“Time is a thief and a villain,” explains Alice (Mia Wasikowska) to her mother (Lindsay Duncan) in the new Disney sequel to 2010’s Alice in Wonderland, Alice Through The Looking Glass. But even though the part of Time is played by a somewhat villainous Sacha Baron Cohen, the real thief of this follow-up tale is writer Linda Woolverton. She’s stolen the title to Lewis Carroll’s second Alice novel and written her own, manic story, presumably by studio direction and design, that bares little to no resemblance to the original. And it’s all over the place.
Alice still climbs up onto the fireplace mantel and steps through the large mirror on the wall to see what might be on the other side, but her reasons for doing so are altered, plus what she finds has little to do with the world of Lewis Carroll. There’s an initial reference to a chess board – a theme throughout the book but not the film – where the chess pieces come to life, but they’re there solely to supply the punch line to clumsy Alice’s action after she’s accidentally knocked Humpty Dumpty (John Sessions) off the table. The king orders all of his horses and all of his men to get down there and help put Humpty back together.
In the film, the reason why Alice climbs through that mirror tends to be the most interesting aspect of the whole affair. Having returned from some thrilling adventures on the high seas as captain of her own sailing ship, Alice returns to London to find that her father has passed away and her mother will lose her home if Alice doesn’t sign over her ship to the man she scorned at the end of the first feature, Hamish (a suitably obsequious Leo Bill).
Determined not to hand over her vessel, Alice runs throughout the house and escapes the clutches of Hamish and his snotty, all-male board members by following her old friend Absolem the caterpillar, now a butterfly (Alan Rickman to whom the film is dedicated) into the magical mirror. Once on the other side, she becomes embroiled in an adventure revolving around an ailing Mad Hatter (Johnny Depp) who’s depressed and missing his family, and a race against time. Having stolen a time traveling device called the Chronosphere from an imposing half-human clock, Time himself, Alice returns to Wonderland’s past in the hope of altering certain moments that will change the future, only to discover that time can never be altered without creating the most disastrous of events. It’s all very complicated – young audience members will have no clue, guaranteed – and appears to have its story-telling inspiration not so much from Lewis Carroll but from Back to the Future Part 2, and it’s just as annoyingly manic.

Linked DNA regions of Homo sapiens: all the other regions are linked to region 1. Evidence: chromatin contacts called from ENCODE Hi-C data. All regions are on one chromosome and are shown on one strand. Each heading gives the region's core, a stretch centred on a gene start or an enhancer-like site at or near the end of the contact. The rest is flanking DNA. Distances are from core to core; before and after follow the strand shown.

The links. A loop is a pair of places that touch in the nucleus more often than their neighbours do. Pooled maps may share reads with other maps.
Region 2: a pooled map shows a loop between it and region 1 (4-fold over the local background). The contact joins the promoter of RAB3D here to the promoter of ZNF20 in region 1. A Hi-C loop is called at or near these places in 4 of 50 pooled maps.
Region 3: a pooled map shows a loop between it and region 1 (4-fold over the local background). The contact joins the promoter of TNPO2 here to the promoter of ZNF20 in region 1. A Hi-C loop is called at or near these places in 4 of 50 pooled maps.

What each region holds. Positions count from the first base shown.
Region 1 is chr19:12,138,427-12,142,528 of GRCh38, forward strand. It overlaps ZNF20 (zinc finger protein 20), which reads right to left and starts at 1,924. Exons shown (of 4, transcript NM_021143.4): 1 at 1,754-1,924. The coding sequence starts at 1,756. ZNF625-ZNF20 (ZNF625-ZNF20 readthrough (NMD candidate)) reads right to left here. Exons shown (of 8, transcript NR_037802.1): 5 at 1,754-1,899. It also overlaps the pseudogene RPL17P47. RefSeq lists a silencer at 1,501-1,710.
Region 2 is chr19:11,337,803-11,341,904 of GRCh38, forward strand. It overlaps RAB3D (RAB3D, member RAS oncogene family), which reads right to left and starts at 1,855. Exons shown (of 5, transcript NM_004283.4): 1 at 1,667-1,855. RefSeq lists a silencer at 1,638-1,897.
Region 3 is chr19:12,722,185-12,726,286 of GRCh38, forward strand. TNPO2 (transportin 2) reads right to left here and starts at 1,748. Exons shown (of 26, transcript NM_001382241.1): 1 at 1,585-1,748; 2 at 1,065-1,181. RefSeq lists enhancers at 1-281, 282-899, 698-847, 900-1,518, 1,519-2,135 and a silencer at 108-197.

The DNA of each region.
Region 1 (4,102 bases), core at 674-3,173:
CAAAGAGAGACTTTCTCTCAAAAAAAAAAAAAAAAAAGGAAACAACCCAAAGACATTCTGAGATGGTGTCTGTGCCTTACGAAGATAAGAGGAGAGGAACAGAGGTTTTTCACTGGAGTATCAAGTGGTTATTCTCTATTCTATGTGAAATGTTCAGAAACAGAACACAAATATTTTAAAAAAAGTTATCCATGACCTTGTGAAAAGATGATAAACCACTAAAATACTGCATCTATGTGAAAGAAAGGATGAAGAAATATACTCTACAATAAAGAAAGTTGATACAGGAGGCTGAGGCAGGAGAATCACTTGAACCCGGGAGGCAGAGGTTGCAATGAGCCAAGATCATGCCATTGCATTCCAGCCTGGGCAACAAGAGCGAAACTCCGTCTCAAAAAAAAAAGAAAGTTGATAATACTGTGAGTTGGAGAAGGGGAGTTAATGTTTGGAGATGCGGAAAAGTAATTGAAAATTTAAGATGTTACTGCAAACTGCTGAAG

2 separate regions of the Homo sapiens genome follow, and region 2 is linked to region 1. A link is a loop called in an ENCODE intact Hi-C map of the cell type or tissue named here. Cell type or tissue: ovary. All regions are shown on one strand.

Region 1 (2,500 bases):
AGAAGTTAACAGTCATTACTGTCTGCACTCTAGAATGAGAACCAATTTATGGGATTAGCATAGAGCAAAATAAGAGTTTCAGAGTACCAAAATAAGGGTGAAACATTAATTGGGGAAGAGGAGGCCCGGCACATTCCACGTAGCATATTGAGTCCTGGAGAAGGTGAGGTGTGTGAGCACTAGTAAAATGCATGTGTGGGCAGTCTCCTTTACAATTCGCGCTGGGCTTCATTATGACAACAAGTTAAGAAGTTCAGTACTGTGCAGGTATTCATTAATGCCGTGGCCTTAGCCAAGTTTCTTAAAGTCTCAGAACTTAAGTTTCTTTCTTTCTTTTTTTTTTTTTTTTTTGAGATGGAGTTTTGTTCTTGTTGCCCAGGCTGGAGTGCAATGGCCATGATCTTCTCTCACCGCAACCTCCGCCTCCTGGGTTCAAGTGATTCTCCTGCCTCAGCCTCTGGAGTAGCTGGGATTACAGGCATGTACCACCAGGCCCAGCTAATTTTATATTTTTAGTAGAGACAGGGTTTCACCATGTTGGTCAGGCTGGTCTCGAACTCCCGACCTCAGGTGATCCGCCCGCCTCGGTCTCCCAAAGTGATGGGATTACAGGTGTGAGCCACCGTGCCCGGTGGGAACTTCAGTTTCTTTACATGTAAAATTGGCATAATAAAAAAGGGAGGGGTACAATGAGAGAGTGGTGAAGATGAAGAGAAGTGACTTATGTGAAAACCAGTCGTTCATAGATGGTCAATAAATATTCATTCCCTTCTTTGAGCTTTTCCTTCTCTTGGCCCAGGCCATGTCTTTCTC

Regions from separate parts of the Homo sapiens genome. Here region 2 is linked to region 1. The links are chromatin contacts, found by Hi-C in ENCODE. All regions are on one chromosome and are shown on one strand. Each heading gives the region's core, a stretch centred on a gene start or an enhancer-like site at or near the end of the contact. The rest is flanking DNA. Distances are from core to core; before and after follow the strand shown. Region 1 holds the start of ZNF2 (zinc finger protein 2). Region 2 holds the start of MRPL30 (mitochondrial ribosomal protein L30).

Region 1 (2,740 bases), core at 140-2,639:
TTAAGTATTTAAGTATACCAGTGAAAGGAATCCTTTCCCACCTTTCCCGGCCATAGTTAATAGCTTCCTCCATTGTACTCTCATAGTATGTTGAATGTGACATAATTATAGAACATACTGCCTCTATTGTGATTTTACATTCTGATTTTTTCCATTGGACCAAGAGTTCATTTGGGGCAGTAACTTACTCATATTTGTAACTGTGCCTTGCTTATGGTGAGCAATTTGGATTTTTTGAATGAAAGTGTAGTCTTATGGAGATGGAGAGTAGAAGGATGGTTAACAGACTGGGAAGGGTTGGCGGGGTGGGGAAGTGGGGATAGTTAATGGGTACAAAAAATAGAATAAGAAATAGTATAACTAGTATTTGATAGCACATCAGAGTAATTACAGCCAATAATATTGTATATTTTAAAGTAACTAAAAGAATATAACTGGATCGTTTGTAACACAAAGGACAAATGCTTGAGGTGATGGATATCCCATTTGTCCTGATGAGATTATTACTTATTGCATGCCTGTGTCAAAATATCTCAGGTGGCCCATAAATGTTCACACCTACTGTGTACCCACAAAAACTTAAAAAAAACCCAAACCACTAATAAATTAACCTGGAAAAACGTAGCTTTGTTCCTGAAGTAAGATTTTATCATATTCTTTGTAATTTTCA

The CGI imagery is as you’d expect, imaginatively stunning – Alice flying in her craft over what appears to be the sea of time is simply remarkable – but computer imagery alone is not enough. Audiences are no longer dazzled by CGI spectacle once it’s piled on, scene after breathless scene, without a cohesive story to engage, as is the case here.
Considering just how wonderful Carroll’s absurdly creative source material is, you have to question why director James Bobin and writer Woolverton took this overbearingly frenzied approach. The message that, “The only thing worth doing is what we do for others,” as Alice tells Time, is certainly a worthwhile theme, but it’s a message that becomes buried under all the mayhem.
Set pieces can’t help but remind you of other films, not only the already mentioned Back to the Future Part 2, but also Disney’s own 1985 Return to Oz in an insane asylum and, heaven forbid, even Transformers when Time’s mini-metal servants group together to make one, large, threatening chase and attack metal monster. Plus, the film breaks Carroll’s intentionally nonsensical, illogical world by giving answers to questions that no one – certainly not Lewis Carroll – would have asked, like how did Helena Bonham Carter’s evil Red Queen become so vindictive and why is her head larger than the rest of her body? Why do this?
Two answers. First, the studio wanted to make a sequel that looked like Tim Burton’s first but bigger while incorporating as much of top-billed Johnny Depp into the story as it could, and second, because this charmless, overly busy and unengaging film really doesn’t get Lewis Carroll at all.
MPAA Rating: PG Length: 108 Minutes Overall Rating: 4 (out of 10)